Bangladesh agreed in principle to provide duty-free access for Nepali agriculture products to its market during the Commerce Secretary level talks being underway in Kathmandu, Nepali officials involved in the dialogue said on Sunday.
According to the officials, the Bangladeshi delegates approved Nepal’s request for the duty-free access to local vegetables and fruit products in Bangladeshi market. However, it has not been finalised as to which products will get duty-free access.
Nepal had previously sought such facility for 246 Nepali products, including lentils, tomato, spinach and herbs, among others.
Commerce Secretary Lal Mani Joshi, the leader of the Nepali delegation, said the meeting had decided to form a bi-lateral technical committee to take a final decision on providing duty-free access to Bangladeshi market. “The committee will study and decide how many Nepali products out of 246 would get the duty-free access in Bangladeshi market,” Joshi said. The committee, led by joint secretaries of the two countries, will submit its report by December this year.
Nepali exporters have been complaining that despite huge demads Nepali agriculture products have been facing difficulty to enter into Bangladeshi market due to high duty.
The Bangladeshi side, however, has asked for trade expansion and tariff cut for Bangladeshi products to five percent. According to the Nepali officials, Bangladeshi side sought tariff cuts on the products, including juice, fish, clothes, tissue paper, electrical goods, pharmaceuticals and cement, among others. Bangladeshi Commerce Secretary Ghulam Hossain is leading their seven-member team. During the meeting, the Bangladeshi side notified the Nepali delegates of Bangladeshi government’s decision to issue on arrival visa to Nepalis. “With the Bangadeshi government’s move, the Nepali citizens could attain on arrival visa,” said Naindra Prasad Upadhyaya, joint secretary at the Ministry of Commerce and Supplies (MoCS).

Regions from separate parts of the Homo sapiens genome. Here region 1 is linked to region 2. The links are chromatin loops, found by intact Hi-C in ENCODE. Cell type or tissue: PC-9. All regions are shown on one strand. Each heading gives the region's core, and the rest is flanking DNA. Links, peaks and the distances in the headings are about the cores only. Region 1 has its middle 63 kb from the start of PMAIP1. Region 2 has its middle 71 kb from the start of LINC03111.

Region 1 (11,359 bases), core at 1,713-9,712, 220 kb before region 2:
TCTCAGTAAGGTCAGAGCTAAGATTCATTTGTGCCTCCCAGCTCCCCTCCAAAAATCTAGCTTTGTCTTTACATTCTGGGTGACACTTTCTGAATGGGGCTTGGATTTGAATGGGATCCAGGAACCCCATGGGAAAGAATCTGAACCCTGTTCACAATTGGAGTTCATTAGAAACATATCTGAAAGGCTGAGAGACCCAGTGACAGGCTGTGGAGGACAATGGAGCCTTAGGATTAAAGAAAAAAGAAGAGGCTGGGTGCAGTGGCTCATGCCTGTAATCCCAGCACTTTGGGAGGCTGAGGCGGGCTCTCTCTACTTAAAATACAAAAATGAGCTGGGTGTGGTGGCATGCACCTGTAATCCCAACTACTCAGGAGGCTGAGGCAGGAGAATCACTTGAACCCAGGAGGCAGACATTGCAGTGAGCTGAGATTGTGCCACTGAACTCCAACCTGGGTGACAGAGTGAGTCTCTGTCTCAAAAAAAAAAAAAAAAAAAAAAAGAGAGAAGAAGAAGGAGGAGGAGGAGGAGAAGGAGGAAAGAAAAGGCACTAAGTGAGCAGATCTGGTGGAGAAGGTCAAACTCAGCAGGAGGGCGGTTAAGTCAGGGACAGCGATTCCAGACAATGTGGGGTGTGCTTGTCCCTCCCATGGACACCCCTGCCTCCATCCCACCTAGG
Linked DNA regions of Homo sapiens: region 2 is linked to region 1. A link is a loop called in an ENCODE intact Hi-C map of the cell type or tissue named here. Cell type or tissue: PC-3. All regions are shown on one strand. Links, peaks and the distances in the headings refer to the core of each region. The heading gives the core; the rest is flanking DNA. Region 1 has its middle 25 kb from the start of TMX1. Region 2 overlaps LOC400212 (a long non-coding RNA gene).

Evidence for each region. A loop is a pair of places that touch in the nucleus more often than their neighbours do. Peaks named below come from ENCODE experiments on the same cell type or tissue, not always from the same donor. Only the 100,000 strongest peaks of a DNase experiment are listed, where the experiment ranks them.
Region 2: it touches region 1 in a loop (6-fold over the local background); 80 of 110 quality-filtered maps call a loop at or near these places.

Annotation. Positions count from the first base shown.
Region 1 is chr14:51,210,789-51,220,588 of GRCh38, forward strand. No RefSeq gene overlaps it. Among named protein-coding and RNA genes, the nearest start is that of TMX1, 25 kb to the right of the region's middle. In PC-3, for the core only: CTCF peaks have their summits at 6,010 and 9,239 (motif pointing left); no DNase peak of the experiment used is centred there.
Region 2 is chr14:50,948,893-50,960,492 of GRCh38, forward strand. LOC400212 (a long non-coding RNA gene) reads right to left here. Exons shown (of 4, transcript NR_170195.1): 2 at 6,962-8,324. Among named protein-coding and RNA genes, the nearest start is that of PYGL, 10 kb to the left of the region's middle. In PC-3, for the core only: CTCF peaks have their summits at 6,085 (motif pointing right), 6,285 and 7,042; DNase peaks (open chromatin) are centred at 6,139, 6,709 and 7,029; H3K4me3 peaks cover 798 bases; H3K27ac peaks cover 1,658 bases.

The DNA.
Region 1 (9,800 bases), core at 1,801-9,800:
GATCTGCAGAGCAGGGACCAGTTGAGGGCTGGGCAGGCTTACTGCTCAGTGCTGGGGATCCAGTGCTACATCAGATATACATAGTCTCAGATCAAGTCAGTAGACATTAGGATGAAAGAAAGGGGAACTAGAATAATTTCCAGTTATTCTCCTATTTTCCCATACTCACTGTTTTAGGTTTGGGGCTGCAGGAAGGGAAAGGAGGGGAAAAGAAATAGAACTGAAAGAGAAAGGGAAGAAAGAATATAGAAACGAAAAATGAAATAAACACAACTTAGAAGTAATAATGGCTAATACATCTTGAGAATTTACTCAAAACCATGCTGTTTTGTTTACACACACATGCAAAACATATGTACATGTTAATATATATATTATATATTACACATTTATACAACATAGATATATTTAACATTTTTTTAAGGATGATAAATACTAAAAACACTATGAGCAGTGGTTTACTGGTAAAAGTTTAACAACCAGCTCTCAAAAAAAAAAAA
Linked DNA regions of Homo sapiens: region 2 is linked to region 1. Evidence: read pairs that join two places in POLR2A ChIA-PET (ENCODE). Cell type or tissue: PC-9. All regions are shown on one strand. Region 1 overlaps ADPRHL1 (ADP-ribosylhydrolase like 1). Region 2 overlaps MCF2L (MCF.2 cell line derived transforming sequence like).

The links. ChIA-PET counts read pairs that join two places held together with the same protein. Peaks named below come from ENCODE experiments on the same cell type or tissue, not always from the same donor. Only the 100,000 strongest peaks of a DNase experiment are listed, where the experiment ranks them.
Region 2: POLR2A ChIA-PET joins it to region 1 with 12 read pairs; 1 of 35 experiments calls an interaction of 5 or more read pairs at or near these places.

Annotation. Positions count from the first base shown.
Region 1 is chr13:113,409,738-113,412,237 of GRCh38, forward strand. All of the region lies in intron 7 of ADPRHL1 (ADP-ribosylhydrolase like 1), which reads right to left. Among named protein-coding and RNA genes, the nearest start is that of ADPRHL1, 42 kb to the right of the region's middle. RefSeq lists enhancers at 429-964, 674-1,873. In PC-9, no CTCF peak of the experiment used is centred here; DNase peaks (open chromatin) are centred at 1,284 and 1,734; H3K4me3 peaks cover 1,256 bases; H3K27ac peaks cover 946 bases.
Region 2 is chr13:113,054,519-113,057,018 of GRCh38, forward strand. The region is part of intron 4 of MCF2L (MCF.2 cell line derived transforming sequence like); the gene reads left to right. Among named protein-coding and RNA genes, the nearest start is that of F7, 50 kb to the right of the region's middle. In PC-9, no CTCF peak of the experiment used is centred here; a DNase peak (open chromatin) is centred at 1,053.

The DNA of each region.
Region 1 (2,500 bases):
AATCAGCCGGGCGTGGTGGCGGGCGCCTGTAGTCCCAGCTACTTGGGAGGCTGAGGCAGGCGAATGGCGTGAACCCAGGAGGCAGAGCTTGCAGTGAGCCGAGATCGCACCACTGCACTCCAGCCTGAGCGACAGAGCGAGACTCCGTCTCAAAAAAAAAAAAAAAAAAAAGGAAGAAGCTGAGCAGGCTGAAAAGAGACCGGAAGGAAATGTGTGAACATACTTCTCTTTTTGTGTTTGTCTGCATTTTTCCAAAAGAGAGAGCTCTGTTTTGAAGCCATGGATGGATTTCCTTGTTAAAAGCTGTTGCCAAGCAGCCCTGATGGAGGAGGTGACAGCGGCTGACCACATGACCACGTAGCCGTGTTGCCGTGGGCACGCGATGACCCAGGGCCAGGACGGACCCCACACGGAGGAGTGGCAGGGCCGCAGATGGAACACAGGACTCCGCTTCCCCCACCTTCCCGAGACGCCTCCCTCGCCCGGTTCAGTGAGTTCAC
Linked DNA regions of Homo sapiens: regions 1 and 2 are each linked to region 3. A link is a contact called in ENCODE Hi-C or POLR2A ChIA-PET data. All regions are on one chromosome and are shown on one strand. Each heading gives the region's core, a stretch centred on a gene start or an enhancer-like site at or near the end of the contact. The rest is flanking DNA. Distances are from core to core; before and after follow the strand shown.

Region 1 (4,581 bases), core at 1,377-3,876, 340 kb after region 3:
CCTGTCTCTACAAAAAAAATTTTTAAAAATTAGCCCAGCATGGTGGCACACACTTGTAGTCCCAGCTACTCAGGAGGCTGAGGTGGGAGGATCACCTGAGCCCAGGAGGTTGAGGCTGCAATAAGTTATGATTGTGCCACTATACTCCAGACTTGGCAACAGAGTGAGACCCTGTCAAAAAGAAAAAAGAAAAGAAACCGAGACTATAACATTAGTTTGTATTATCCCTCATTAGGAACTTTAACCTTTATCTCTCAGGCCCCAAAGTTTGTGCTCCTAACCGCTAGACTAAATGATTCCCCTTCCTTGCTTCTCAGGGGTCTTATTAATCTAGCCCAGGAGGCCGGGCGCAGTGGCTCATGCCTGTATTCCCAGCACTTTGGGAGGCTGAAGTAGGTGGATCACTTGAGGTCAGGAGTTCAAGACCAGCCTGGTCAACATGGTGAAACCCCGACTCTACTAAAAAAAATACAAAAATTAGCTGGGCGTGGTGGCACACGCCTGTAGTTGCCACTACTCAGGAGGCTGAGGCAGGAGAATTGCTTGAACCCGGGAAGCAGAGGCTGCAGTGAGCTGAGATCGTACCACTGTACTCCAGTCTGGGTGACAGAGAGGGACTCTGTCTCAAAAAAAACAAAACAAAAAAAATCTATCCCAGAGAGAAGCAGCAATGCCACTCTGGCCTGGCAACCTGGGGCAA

The meeting also reviewed on the progress on the decision made in the last meeting. The last meeting had focused on the much-anticipated transport connectivity between the two countries for expediting trade, elimination of tariff barriers on commodities of mutual export interests, and duty-free access to market.
Joshi also said that during the meeting the Nepali side asked their counterparts to endorse the transport agreement signed in 2006. The agreement had envisaged connecting Nepal and Bangladesh directly through India.
According to Joshi, Bangladeshi delegates informed the Nepali side that the Bangladeshi government had already upgraded the road connecting Bangladesh’s Singhabad and India. “Once the Nepal government signs Railway Treaty with India, Nepal can enjoy direct transportation linkage with Bangladesh.” said Joshi, adding that preparation for the Railway Agreement with India had been completed and that the agreement would be signed soon.
The Bangladeshi side also agreed to operate Banglaband Customs in full fledge by upgrading infrastructure. “Likewise, the discussion on building quarantine, cold storage and store house, among others in the border points of two countries also went positively,” said another member of the Nepali delegation. “This will help Nepali traders to export their goods.”